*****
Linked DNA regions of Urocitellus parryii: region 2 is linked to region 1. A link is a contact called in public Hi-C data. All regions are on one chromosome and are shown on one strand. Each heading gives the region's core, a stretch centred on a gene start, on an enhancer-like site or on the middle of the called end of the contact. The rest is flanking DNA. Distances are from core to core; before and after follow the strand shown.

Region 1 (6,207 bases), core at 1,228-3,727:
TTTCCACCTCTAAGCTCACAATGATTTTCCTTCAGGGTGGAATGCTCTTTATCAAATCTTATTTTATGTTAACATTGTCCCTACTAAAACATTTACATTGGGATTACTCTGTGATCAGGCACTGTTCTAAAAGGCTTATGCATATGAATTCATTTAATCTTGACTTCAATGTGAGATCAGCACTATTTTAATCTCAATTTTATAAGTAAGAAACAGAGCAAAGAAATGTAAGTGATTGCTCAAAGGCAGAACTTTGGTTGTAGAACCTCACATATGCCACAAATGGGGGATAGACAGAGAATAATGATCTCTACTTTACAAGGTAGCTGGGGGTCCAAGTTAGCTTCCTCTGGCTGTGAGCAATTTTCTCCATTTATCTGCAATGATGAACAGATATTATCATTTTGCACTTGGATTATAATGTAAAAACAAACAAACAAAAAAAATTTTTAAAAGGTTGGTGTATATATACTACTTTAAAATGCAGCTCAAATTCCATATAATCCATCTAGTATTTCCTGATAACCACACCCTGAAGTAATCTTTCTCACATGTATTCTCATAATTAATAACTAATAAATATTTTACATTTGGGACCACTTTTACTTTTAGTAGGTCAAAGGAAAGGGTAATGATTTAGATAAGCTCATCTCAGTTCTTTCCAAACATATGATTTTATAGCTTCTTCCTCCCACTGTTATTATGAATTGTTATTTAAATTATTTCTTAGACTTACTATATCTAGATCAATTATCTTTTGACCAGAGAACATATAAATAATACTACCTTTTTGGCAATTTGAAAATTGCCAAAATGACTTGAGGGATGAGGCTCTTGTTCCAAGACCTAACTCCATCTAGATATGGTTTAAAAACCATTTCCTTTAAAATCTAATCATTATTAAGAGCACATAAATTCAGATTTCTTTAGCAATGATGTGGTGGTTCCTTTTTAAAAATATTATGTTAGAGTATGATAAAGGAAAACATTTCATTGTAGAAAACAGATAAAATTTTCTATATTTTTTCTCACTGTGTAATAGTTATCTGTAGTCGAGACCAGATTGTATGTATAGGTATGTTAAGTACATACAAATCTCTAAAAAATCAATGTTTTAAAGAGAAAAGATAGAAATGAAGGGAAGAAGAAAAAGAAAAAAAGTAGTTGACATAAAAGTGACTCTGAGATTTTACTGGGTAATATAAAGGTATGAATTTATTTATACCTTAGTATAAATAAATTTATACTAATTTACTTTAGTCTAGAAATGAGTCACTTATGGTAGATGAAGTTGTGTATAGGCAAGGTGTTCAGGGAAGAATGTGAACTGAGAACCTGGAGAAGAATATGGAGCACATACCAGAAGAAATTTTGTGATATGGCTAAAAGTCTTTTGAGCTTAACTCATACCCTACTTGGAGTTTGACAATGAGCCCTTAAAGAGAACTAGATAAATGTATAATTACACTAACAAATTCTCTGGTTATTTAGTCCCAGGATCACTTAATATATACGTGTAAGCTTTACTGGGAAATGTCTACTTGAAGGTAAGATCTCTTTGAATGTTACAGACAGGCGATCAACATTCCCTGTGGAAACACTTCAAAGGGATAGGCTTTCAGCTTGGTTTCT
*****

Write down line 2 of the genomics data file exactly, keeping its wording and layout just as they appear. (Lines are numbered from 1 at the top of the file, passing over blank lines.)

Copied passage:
Region 1 (6,207 bases), core at 1,228-3,727: